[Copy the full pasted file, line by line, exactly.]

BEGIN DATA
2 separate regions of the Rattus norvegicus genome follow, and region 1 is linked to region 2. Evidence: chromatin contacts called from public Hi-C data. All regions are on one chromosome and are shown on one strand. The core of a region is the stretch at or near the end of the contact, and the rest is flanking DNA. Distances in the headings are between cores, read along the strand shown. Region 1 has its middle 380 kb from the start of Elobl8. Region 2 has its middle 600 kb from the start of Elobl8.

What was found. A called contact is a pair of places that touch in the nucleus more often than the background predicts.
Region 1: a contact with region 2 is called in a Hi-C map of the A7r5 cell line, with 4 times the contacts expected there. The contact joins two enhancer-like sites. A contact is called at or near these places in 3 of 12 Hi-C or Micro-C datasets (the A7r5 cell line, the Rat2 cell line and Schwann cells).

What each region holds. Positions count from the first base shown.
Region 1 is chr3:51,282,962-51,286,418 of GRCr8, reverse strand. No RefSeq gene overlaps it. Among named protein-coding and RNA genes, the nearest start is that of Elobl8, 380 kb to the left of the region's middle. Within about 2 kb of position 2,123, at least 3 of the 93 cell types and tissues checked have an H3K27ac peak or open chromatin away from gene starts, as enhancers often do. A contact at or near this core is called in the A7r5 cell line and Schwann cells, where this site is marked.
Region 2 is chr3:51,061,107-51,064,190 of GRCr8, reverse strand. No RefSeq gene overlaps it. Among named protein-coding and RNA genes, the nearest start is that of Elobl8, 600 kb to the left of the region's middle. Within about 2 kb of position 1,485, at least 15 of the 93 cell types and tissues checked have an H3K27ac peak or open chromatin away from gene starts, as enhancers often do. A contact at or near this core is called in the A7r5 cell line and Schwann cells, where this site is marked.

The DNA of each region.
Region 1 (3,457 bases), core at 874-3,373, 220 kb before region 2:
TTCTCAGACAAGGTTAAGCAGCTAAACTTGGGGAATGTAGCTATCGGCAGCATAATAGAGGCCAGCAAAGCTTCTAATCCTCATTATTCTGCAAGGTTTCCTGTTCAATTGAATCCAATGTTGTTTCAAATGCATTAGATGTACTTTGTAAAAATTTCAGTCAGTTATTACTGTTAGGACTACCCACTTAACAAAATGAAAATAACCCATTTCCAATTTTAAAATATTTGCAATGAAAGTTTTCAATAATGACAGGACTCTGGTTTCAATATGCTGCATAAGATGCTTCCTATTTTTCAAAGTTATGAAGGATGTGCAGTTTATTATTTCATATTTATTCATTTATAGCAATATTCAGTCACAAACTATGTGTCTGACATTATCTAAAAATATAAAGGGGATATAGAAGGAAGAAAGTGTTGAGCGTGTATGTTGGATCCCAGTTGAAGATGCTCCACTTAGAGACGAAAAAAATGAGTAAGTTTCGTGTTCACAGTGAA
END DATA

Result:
2 separate regions of the Rattus norvegicus genome follow, and region 1 is linked to region 2. Evidence: chromatin contacts called from public Hi-C data. All regions are on one chromosome and are shown on one strand. The core of a region is the stretch at or near the end of the contact, and the rest is flanking DNA. Distances in the headings are between cores, read along the strand shown. Region 1 has its middle 380 kb from the start of Elobl8. Region 2 has its middle 600 kb from the start of Elobl8.

What was found. A called contact is a pair of places that touch in the nucleus more often than the background predicts.
Region 1: a contact with region 2 is called in a Hi-C map of the A7r5 cell line, with 4 times the contacts expected there. The contact joins two enhancer-like sites. A contact is called at or near these places in 3 of 12 Hi-C or Micro-C datasets (the A7r5 cell line, the Rat2 cell line and Schwann cells).

What each region holds. Positions count from the first base shown.
Region 1 is chr3:51,282,962-51,286,418 of GRCr8, reverse strand. No RefSeq gene overlaps it. Among named protein-coding and RNA genes, the nearest start is that of Elobl8, 380 kb to the left of the region's middle. Within about 2 kb of position 2,123, at least 3 of the 93 cell types and tissues checked have an H3K27ac peak or open chromatin away from gene starts, as enhancers often do. A contact at or near this core is called in the A7r5 cell line and Schwann cells, where this site is marked.
Region 2 is chr3:51,061,107-51,064,190 of GRCr8, reverse strand. No RefSeq gene overlaps it. Among named protein-coding and RNA genes, the nearest start is that of Elobl8, 600 kb to the left of the region's middle. Within about 2 kb of position 1,485, at least 15 of the 93 cell types and tissues checked have an H3K27ac peak or open chromatin away from gene starts, as enhancers often do. A contact at or near this core is called in the A7r5 cell line and Schwann cells, where this site is marked.

The DNA of each region.
Region 1 (3,457 bases), core at 874-3,373, 220 kb before region 2:
TTCTCAGACAAGGTTAAGCAGCTAAACTTGGGGAATGTAGCTATCGGCAGCATAATAGAGGCCAGCAAAGCTTCTAATCCTCATTATTCTGCAAGGTTTCCTGTTCAATTGAATCCAATGTTGTTTCAAATGCATTAGATGTACTTTGTAAAAATTTCAGTCAGTTATTACTGTTAGGACTACCCACTTAACAAAATGAAAATAACCCATTTCCAATTTTAAAATATTTGCAATGAAAGTTTTCAATAATGACAGGACTCTGGTTTCAATATGCTGCATAAGATGCTTCCTATTTTTCAAAGTTATGAAGGATGTGCAGTTTATTATTTCATATTTATTCATTTATAGCAATATTCAGTCACAAACTATGTGTCTGACATTATCTAAAAATATAAAGGGGATATAGAAGGAAGAAAGTGTTGAGCGTGTATGTTGGATCCCAGTTGAAGATGCTCCACTTAGAGACGAAAAAAATGAGTAAGTTTCGTGTTCACAGTGAA